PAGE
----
• Optional: a candles for each participant (place around outer edge of nature mandala)

Before the ritual: ask each person to respond to the prompt: “my bounty is” and collate the responses into a collaborative bounty poem. If you are working alone, respond to this prompt on your own and form a poem for yourself (example poem)

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Time-Policing Our Holidays: Or, Why Americans on Social Media Are Hating On Pumpkin Spice

Pumpkin spice.

1. What is it?

A mix of spices used in autumn harvest celebration foods, including pumpkin pie, apple pie, apple pastry, apple crisp, squash pie, pear crisp, and things that are supposed to taste like them, for example, spiced cider, spiced hard cider, spiced coffee, spiced wine, spiced mead, and spiced ice cream.

The basic spices are:
(allspice, sometimes)
(cardamom, sometimes)

So, for those of you outside the USA, it's basically the same spices as Lebkuchengewürz except without the coriander and star anise. When one sees a Facebook meme mocking pumpkin spice that starts with "white girls be like" they are referring to the fact that this holiday spice mixture is similar to a German holiday spice mixture. The idea behind those memes is that only Germanic descended people go nuts over this flavor, but that's really not true. All kinds of Americans like pumpkin pie and apple pie.

2. Why is it a seasonal flavor?

It's used to flavor things made from seasonal produce like pumpkins and apples. The harvest seasons for pumpkins, squashes, apples, pears, and so forth in the USA extend from August to December, since different vegetables and fruits come on at different times and the USA is so large that it has many different climates with different dates of the onset of frost.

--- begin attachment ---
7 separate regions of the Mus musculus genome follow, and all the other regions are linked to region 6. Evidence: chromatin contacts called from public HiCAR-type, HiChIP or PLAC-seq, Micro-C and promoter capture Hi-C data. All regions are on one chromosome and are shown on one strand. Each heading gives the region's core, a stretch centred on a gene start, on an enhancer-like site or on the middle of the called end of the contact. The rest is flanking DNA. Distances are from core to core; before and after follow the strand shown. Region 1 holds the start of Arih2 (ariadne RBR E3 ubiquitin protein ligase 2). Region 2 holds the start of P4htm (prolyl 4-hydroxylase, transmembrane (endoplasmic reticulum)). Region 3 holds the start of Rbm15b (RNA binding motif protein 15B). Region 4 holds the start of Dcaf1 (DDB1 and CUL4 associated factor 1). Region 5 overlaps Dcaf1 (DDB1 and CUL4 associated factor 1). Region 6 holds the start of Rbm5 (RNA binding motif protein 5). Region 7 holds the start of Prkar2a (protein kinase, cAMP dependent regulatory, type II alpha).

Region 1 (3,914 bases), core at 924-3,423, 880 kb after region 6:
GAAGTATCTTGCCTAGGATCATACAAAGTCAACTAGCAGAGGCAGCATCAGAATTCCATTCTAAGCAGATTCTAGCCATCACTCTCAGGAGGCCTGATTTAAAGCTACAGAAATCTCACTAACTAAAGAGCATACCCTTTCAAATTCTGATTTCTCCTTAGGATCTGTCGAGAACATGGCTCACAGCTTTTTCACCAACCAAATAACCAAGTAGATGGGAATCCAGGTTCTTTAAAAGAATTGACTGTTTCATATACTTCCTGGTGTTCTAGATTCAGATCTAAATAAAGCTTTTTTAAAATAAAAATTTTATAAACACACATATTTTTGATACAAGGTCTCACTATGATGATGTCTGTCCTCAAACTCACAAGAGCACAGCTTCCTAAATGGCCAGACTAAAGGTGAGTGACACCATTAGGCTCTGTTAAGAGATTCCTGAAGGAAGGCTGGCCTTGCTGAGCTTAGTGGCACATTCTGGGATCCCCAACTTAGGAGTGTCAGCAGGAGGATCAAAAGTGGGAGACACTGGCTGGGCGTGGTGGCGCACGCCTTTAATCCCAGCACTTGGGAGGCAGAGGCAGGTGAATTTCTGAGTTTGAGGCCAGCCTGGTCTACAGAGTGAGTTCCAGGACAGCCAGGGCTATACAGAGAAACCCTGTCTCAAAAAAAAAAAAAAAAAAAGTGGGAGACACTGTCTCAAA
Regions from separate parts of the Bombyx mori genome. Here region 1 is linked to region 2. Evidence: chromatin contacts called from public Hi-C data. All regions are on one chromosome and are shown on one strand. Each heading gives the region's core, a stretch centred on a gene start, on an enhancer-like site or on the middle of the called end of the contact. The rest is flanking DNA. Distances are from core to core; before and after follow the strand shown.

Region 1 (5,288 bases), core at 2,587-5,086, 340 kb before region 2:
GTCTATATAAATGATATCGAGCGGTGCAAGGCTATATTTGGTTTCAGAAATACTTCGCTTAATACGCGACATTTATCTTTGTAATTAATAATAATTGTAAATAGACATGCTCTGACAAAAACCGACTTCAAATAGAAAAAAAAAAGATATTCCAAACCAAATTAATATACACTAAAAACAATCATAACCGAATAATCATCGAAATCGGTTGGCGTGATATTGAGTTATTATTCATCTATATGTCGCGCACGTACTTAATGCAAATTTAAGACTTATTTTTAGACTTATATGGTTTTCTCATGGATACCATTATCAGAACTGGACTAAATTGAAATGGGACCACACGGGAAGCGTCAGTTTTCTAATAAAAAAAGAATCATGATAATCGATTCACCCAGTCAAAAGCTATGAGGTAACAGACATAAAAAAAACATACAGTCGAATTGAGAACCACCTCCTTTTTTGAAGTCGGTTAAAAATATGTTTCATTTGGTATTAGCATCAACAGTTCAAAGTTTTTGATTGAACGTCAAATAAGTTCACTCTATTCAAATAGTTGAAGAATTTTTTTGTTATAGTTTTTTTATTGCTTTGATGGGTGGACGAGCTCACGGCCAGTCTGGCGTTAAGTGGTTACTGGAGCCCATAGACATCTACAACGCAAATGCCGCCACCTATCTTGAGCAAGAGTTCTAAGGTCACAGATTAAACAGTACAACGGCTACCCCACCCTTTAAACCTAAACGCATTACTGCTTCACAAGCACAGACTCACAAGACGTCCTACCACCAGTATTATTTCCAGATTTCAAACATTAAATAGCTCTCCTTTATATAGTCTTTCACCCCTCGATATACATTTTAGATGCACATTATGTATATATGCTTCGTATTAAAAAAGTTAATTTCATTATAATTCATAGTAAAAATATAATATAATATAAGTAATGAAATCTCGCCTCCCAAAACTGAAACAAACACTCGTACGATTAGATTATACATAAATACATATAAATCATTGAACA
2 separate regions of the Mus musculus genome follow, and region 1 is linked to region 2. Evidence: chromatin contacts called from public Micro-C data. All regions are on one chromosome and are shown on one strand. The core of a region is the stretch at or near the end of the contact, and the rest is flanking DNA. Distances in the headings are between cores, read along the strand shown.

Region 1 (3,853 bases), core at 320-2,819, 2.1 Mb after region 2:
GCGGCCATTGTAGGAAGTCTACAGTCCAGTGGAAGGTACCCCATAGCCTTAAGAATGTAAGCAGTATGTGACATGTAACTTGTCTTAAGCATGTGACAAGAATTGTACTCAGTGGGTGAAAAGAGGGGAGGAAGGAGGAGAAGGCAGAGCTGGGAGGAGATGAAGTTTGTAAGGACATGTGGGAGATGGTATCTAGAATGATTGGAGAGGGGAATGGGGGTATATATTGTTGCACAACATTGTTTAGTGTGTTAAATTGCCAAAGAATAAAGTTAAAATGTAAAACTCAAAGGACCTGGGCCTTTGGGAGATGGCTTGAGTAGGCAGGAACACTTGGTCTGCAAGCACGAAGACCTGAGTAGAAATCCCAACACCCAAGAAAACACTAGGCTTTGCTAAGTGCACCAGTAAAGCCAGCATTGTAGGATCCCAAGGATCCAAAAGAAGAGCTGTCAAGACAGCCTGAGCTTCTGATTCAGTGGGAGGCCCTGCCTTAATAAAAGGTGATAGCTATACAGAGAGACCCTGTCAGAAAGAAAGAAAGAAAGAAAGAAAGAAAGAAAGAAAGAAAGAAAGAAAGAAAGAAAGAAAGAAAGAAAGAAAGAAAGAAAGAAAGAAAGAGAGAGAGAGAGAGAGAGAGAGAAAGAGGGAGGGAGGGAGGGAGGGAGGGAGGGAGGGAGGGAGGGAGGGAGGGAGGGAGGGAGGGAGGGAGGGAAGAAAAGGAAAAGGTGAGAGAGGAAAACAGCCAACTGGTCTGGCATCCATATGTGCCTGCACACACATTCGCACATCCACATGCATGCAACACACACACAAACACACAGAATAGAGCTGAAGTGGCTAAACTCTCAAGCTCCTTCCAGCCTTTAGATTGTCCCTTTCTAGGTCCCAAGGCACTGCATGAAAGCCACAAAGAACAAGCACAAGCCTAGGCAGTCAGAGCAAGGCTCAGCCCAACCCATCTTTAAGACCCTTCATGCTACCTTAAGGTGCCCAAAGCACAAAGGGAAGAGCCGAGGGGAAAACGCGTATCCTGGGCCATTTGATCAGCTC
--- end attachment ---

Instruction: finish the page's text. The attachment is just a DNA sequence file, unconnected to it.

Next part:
3. Why are people mocking it?

Americans have been conditioned to time-police our holidays by observing the practice of our large corporations to start selling holiday related merchandise while another holiday is still coming up (for example, putting out Christmas decorations before Halloween), and in the case of Christmas, the practice of piping holiday music into the stores starting so early that it is nearly universally acknowledged that it reaches homicidal levels of annoying by the time the actual holiday rolls around. Americans think September is too early to start selling harvest celebration flavors. The people are attempting to time-police our corporations over it and shame each other into not supporting the practice by purchasing the product too early. The purpose of this social shaming is to cause the public to wait to make holiday purchases until the correct holiday season, and thus to cause market pressure to influence corporations to wait to attempt to sell holiday products until the correct holiday season.

4. Why are people saying it's "too early"?

To understand why Americans think selling a harvest celebration flavor almost precisely on the date of the autumnal equinox is "too early" one must first realize that the USA has an official national holiday to celebrate harvest in November, Thanksgiving. It's not celebrated in other countries at all, but it's actually our biggest national holiday -- at least for adults. Kids get a week off for Christmas and Easter, but adults only get 1 day for those if they work at a place that closes for national holidays, or if they work at a place where they can request religious holidays off and have requested the Christian set of holidays, but we get two days for Thanksgiving, a Thursday and a Friday, making for a 4 day weekend for those who get weekends off. It's the only national holiday that's more than one day.

5. Where can I learn more?

To read more about the origin, functions, importance, and modern practices surrounding Thanksgiving, and other holidays celebrated in the USA, see my book American Celebration.

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  • Anthony Gresham
    Anthony Gresham says #
    The local Barnes & Noble had pumpkin spice muffins this Saturday. They even had free samples to entice people to buy them. I had